Owen Smith is shadow secretary of state for Wales (@owensmithmp

David Cameron leaves at the end of the ceremonial funeral of Margaret Thatcher in St Paul's Cathedral. Photograph: Getty Images.

Owen Smith is a Labour leadership candidate and MP for Pontypridd. 

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Theresa May can play big fish with devolved nations - in the EU she's already a nobody

The PM may have more time for domestic meetings in future. 

Theresa May is sitting down with representatives from Scotland, Northern Ireland and Wales on Monday to hear their concerns about Brexit. 

For the devolved nations, it is the first chance since the seismic vote in June to sit down at a table and talk to the Prime Minister together. 

May has reportedly offered them a "direct line" to Brexit secretary David Davis. It must be a nice change for her to be the big fish in the small pond, rather than the small fish in the big pond that everyone's already sick of. 

Because, when it comes to the EU, the roles of Westminster and other nations is reversed. 

Brexit was small potatoes on the menu of Theresa May’s first European Council summit. It may hurt British pride but the other 27 heads of state and government had far more pressing issues on their plate to worry about.

So, it was an awkward debut Council evening meal of lamb and figs for Prime Minister Theresa May and dinner was served with a large reality check.

As May was later asked at her press conference, why would anyone listen to someone who already has one foot out the door?

Britain is in limbo until it triggers article 50, the legal process taking it out of the EU. Until that happens, it will be largely and politiely ignored.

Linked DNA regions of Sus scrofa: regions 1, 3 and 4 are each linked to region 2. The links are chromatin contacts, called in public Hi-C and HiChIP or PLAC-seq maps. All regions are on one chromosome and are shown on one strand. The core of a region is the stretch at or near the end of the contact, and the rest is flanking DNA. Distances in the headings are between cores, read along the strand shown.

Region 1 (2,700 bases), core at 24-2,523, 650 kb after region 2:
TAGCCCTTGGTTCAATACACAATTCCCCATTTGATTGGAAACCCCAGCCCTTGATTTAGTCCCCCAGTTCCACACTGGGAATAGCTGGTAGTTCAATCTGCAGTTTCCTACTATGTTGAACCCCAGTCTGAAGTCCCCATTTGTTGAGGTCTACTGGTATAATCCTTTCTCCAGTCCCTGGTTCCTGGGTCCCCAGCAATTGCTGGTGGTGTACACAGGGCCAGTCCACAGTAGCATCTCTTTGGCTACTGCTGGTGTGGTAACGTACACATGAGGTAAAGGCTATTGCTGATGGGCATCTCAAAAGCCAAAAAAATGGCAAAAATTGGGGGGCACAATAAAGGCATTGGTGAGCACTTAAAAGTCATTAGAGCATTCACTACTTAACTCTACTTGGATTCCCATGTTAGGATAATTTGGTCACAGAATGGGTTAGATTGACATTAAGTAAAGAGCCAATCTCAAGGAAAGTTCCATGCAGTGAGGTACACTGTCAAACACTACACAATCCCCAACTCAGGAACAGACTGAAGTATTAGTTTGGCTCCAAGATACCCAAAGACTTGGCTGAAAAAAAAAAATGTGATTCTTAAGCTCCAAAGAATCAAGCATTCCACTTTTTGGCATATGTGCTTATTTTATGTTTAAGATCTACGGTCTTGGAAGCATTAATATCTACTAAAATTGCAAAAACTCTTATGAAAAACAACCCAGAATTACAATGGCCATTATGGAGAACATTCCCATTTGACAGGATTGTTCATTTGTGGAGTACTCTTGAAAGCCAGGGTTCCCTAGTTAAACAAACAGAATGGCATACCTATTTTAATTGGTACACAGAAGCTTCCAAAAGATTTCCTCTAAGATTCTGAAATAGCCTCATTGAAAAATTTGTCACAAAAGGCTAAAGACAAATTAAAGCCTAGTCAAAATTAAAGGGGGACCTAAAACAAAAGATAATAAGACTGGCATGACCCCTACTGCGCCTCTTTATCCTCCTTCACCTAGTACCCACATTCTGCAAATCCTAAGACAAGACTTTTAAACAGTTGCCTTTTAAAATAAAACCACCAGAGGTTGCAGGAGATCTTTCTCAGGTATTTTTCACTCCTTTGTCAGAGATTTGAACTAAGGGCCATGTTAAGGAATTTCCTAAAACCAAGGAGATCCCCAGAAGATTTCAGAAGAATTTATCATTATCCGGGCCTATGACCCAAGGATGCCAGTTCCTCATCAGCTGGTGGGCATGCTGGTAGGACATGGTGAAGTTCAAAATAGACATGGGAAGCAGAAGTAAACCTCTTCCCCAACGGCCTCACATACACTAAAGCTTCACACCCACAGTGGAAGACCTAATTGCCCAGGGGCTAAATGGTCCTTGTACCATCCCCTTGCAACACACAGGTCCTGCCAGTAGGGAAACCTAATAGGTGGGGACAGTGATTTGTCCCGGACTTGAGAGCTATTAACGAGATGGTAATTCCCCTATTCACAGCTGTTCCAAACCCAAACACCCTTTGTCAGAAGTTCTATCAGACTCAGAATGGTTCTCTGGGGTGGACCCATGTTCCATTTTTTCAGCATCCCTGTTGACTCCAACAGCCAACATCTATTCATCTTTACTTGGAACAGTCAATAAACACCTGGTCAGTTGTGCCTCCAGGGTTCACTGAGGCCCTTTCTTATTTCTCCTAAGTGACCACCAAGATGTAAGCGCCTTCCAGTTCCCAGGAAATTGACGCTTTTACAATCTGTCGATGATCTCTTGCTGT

May’s moment to shine didn’t come until 1am. She spoke on Brexit for “five minutes maximum” and said “nothing revolutionary”, EU sources briefed later.

May basically did that break-up talk. The one where someone says they are leaving but “we can still be friends”. The one where you get a divorce but refuse to leave the house. 

It was greeted in the way such moments often are – with stony silence. Brexit won’t be seriously discussed until article 50 is triggered, and then the negotiations will be overseen by the European Commission, not the member states.

As became rapidly clear after the vote to leave and in sharp contrast to the UK government, the EU-27 was coordinated and prepared in its response to Brexit. That unity, as yet, shows no sign of cracking.

German Chancellor Angela Merkel later damned May with faint praise. She hadn’t said anything new but it was nice to hear it in person, she told reporters.

Merkel, as she often does, had a successful summit. She needed Council conclusions on migration that would reassure her skittish voters that the doors to Germany are no longer thrown wide open to migrants. Germany is one of the member states to have temporarily reintroduced border checks in the passport-free Schengen zone

The conclusions said that part of returning to Schengen as normal was “adjusting the temporary border controls to reflect the current needs”.

This code allows Merkel and her Danish allies to claim victory back home, while allowing Slovakia, which holds the rotating Presidency of the EU, enough of an excuse to insist it has not overseen the effective end of Schengen.